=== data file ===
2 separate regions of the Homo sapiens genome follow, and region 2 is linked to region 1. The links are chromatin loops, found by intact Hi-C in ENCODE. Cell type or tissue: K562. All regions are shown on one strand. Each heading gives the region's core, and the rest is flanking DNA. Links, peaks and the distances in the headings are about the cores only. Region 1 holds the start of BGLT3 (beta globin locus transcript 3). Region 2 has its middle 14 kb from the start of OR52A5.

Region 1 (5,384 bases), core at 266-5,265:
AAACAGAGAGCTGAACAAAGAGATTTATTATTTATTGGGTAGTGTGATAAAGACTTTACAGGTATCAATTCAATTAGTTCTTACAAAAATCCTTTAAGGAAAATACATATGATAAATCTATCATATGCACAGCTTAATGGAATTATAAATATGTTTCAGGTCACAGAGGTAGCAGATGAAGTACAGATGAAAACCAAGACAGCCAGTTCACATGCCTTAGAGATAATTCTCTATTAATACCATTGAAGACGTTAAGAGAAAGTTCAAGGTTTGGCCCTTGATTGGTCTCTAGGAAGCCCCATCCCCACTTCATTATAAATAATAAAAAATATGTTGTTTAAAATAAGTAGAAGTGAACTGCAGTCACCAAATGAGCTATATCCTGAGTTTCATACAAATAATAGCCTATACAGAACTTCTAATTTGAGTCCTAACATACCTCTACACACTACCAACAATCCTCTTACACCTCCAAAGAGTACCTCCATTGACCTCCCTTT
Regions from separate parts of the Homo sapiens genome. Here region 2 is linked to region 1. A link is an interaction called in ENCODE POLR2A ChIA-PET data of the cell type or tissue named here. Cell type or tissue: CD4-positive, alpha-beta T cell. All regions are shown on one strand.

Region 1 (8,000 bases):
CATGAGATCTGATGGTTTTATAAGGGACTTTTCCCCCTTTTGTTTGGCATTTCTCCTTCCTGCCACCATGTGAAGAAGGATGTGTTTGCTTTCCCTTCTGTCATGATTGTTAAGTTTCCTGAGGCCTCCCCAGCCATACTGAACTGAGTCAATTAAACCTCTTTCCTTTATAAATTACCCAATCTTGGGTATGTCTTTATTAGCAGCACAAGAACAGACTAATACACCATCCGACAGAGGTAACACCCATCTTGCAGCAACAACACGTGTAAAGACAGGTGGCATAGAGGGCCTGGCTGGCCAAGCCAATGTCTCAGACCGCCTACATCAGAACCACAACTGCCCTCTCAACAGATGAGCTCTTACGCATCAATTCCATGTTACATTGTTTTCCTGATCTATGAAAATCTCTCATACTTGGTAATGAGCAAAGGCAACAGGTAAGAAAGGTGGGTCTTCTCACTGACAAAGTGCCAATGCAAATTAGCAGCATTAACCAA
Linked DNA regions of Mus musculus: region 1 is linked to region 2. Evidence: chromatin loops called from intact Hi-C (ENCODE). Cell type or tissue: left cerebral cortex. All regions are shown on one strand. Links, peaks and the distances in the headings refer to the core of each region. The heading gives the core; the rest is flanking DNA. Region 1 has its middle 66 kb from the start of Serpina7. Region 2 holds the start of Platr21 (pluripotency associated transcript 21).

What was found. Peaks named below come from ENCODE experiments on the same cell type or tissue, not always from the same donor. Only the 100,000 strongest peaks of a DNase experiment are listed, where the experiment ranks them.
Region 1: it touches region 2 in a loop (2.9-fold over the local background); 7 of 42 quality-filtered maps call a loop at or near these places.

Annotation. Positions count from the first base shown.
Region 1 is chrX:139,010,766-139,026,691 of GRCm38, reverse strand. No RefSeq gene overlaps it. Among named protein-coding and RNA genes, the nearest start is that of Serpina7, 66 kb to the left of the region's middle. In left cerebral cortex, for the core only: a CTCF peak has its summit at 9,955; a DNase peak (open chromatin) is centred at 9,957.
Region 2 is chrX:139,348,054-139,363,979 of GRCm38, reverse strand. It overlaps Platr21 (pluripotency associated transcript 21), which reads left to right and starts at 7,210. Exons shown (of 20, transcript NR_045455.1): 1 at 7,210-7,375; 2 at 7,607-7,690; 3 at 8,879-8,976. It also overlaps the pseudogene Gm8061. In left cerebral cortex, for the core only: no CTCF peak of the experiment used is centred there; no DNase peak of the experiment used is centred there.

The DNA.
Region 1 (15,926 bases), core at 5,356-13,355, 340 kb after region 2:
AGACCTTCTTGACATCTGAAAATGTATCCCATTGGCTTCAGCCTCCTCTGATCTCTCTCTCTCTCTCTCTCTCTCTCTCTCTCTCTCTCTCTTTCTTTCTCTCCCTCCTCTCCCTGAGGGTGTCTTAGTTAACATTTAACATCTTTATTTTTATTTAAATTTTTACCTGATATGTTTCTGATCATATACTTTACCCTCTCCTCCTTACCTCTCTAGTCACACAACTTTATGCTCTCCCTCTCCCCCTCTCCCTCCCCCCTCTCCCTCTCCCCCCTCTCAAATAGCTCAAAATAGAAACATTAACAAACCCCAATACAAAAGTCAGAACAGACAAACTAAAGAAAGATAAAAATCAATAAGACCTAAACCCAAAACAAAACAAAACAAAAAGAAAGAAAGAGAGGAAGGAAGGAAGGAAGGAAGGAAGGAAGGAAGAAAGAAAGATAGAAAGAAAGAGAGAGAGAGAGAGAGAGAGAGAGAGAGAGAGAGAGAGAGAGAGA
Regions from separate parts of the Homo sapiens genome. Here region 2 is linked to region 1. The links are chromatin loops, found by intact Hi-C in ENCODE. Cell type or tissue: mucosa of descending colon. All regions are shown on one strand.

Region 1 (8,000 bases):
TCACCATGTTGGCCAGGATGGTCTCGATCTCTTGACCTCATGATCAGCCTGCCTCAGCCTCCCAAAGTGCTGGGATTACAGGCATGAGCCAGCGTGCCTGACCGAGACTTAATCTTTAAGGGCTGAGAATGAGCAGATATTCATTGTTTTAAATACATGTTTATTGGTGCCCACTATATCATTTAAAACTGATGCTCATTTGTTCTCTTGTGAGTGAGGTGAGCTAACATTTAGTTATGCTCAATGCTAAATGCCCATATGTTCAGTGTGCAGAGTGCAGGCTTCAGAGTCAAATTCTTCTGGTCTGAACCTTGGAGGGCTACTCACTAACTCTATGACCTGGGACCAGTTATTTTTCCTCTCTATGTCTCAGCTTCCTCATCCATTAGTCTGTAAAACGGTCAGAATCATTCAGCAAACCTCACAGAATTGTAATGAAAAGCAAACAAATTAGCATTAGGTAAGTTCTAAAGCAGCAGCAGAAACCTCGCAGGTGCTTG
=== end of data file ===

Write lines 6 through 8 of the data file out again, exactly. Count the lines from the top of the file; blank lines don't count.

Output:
CATGAGATCTGATGGTTTTATAAGGGACTTTTCCCCCTTTTGTTTGGCATTTCTCCTTCCTGCCACCATGTGAAGAAGGATGTGTTTGCTTTCCCTTCTGTCATGATTGTTAAGTTTCCTGAGGCCTCCCCAGCCATACTGAACTGAGTCAATTAAACCTCTTTCCTTTATAAATTACCCAATCTTGGGTATGTCTTTATTAGCAGCACAAGAACAGACTAATACACCATCCGACAGAGGTAACACCCATCTTGCAGCAACAACACGTGTAAAGACAGGTGGCATAGAGGGCCTGGCTGGCCAAGCCAATGTCTCAGACCGCCTACATCAGAACCACAACTGCCCTCTCAACAGATGAGCTCTTACGCATCAATTCCATGTTACATTGTTTTCCTGATCTATGAAAATCTCTCATACTTGGTAATGAGCAAAGGCAACAGGTAAGAAAGGTGGGTCTTCTCACTGACAAAGTGCCAATGCAAATTAGCAGCATTAACCAA
Linked DNA regions of Mus musculus: region 1 is linked to region 2. Evidence: chromatin loops called from intact Hi-C (ENCODE). Cell type or tissue: left cerebral cortex. All regions are shown on one strand. Links, peaks and the distances in the headings refer to the core of each region. The heading gives the core; the rest is flanking DNA. Region 1 has its middle 66 kb from the start of Serpina7. Region 2 holds the start of Platr21 (pluripotency associated transcript 21).

What was found. Peaks named below come from ENCODE experiments on the same cell type or tissue, not always from the same donor. Only the 100,000 strongest peaks of a DNase experiment are listed, where the experiment ranks them.